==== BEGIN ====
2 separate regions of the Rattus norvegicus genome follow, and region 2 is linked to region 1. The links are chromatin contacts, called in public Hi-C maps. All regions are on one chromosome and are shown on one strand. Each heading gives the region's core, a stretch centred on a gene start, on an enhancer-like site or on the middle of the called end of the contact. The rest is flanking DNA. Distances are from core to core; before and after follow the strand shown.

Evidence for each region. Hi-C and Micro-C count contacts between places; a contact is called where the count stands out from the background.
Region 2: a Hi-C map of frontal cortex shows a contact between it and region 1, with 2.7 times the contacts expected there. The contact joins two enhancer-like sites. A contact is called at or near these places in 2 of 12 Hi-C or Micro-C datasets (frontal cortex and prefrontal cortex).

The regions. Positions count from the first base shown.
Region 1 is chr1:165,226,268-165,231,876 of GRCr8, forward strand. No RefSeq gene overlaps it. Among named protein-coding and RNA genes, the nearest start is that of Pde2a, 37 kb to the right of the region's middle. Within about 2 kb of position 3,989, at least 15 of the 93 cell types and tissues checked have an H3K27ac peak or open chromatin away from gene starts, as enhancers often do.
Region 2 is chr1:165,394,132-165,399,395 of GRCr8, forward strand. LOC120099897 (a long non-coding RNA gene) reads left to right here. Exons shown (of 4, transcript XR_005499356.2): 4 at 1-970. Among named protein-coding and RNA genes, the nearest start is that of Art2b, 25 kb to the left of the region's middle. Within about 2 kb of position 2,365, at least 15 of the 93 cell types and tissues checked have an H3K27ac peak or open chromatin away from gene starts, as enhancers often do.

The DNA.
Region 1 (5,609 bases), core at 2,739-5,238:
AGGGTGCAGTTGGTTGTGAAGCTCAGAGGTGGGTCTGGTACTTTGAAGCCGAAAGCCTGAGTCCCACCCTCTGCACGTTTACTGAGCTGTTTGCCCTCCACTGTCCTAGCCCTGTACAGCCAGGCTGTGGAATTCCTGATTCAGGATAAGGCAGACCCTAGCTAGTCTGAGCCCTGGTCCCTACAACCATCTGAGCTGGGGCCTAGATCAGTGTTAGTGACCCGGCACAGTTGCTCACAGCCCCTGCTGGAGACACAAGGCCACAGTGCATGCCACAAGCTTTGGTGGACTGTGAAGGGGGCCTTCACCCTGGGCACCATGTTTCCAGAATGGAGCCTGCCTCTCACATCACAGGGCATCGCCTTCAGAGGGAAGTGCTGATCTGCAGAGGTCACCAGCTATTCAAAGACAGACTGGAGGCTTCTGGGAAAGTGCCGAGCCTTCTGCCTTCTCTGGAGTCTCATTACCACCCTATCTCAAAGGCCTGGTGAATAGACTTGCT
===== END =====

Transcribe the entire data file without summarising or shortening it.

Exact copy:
2 separate regions of the Rattus norvegicus genome follow, and region 2 is linked to region 1. The links are chromatin contacts, called in public Hi-C maps. All regions are on one chromosome and are shown on one strand. Each heading gives the region's core, a stretch centred on a gene start, on an enhancer-like site or on the middle of the called end of the contact. The rest is flanking DNA. Distances are from core to core; before and after follow the strand shown.

Evidence for each region. Hi-C and Micro-C count contacts between places; a contact is called where the count stands out from the background.
Region 2: a Hi-C map of frontal cortex shows a contact between it and region 1, with 2.7 times the contacts expected there. The contact joins two enhancer-like sites. A contact is called at or near these places in 2 of 12 Hi-C or Micro-C datasets (frontal cortex and prefrontal cortex).

The regions. Positions count from the first base shown.
Region 1 is chr1:165,226,268-165,231,876 of GRCr8, forward strand. No RefSeq gene overlaps it. Among named protein-coding and RNA genes, the nearest start is that of Pde2a, 37 kb to the right of the region's middle. Within about 2 kb of position 3,989, at least 15 of the 93 cell types and tissues checked have an H3K27ac peak or open chromatin away from gene starts, as enhancers often do.
Region 2 is chr1:165,394,132-165,399,395 of GRCr8, forward strand. LOC120099897 (a long non-coding RNA gene) reads left to right here. Exons shown (of 4, transcript XR_005499356.2): 4 at 1-970. Among named protein-coding and RNA genes, the nearest start is that of Art2b, 25 kb to the left of the region's middle. Within about 2 kb of position 2,365, at least 15 of the 93 cell types and tissues checked have an H3K27ac peak or open chromatin away from gene starts, as enhancers often do.

The DNA.
Region 1 (5,609 bases), core at 2,739-5,238:
AGGGTGCAGTTGGTTGTGAAGCTCAGAGGTGGGTCTGGTACTTTGAAGCCGAAAGCCTGAGTCCCACCCTCTGCACGTTTACTGAGCTGTTTGCCCTCCACTGTCCTAGCCCTGTACAGCCAGGCTGTGGAATTCCTGATTCAGGATAAGGCAGACCCTAGCTAGTCTGAGCCCTGGTCCCTACAACCATCTGAGCTGGGGCCTAGATCAGTGTTAGTGACCCGGCACAGTTGCTCACAGCCCCTGCTGGAGACACAAGGCCACAGTGCATGCCACAAGCTTTGGTGGACTGTGAAGGGGGCCTTCACCCTGGGCACCATGTTTCCAGAATGGAGCCTGCCTCTCACATCACAGGGCATCGCCTTCAGAGGGAAGTGCTGATCTGCAGAGGTCACCAGCTATTCAAAGACAGACTGGAGGCTTCTGGGAAAGTGCCGAGCCTTCTGCCTTCTCTGGAGTCTCATTACCACCCTATCTCAAAGGCCTGGTGAATAGACTTGCT